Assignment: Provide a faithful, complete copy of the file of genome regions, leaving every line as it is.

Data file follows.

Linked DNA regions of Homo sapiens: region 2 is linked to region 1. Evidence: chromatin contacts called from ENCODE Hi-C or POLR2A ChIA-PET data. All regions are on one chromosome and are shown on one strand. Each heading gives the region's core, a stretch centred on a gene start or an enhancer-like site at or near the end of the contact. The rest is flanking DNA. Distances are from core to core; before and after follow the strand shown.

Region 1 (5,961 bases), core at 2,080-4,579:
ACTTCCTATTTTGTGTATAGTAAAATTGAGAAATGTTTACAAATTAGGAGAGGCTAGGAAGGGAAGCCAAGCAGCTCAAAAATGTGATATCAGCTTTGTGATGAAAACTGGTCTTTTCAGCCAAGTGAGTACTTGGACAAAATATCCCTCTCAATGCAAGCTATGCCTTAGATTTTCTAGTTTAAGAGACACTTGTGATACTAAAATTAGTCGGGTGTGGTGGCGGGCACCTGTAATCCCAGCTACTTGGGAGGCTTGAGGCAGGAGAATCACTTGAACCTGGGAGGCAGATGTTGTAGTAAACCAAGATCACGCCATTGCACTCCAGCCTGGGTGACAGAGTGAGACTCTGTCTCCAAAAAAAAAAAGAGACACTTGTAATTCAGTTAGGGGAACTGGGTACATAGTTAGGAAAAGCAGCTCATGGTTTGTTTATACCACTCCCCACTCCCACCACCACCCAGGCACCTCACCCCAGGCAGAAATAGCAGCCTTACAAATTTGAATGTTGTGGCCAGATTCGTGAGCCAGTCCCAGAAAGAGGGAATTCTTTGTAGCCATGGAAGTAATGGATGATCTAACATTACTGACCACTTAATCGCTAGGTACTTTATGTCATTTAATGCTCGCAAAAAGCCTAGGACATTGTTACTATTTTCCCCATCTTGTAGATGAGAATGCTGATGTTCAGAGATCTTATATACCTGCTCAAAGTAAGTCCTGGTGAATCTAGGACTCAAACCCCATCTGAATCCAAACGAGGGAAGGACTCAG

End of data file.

Linked DNA regions of Homo sapiens: region 2 is linked to region 1. Evidence: chromatin contacts called from ENCODE Hi-C or POLR2A ChIA-PET data. All regions are on one chromosome and are shown on one strand. Each heading gives the region's core, a stretch centred on a gene start or an enhancer-like site at or near the end of the contact. The rest is flanking DNA. Distances are from core to core; before and after follow the strand shown.

Region 1 (5,961 bases), core at 2,080-4,579:
ACTTCCTATTTTGTGTATAGTAAAATTGAGAAATGTTTACAAATTAGGAGAGGCTAGGAAGGGAAGCCAAGCAGCTCAAAAATGTGATATCAGCTTTGTGATGAAAACTGGTCTTTTCAGCCAAGTGAGTACTTGGACAAAATATCCCTCTCAATGCAAGCTATGCCTTAGATTTTCTAGTTTAAGAGACACTTGTGATACTAAAATTAGTCGGGTGTGGTGGCGGGCACCTGTAATCCCAGCTACTTGGGAGGCTTGAGGCAGGAGAATCACTTGAACCTGGGAGGCAGATGTTGTAGTAAACCAAGATCACGCCATTGCACTCCAGCCTGGGTGACAGAGTGAGACTCTGTCTCCAAAAAAAAAAAGAGACACTTGTAATTCAGTTAGGGGAACTGGGTACATAGTTAGGAAAAGCAGCTCATGGTTTGTTTATACCACTCCCCACTCCCACCACCACCCAGGCACCTCACCCCAGGCAGAAATAGCAGCCTTACAAATTTGAATGTTGTGGCCAGATTCGTGAGCCAGTCCCAGAAAGAGGGAATTCTTTGTAGCCATGGAAGTAATGGATGATCTAACATTACTGACCACTTAATCGCTAGGTACTTTATGTCATTTAATGCTCGCAAAAAGCCTAGGACATTGTTACTATTTTCCCCATCTTGTAGATGAGAATGCTGATGTTCAGAGATCTTATATACCTGCTCAAAGTAAGTCCTGGTGAATCTAGGACTCAAACCCCATCTGAATCCAAACGAGGGAAGGACTCAG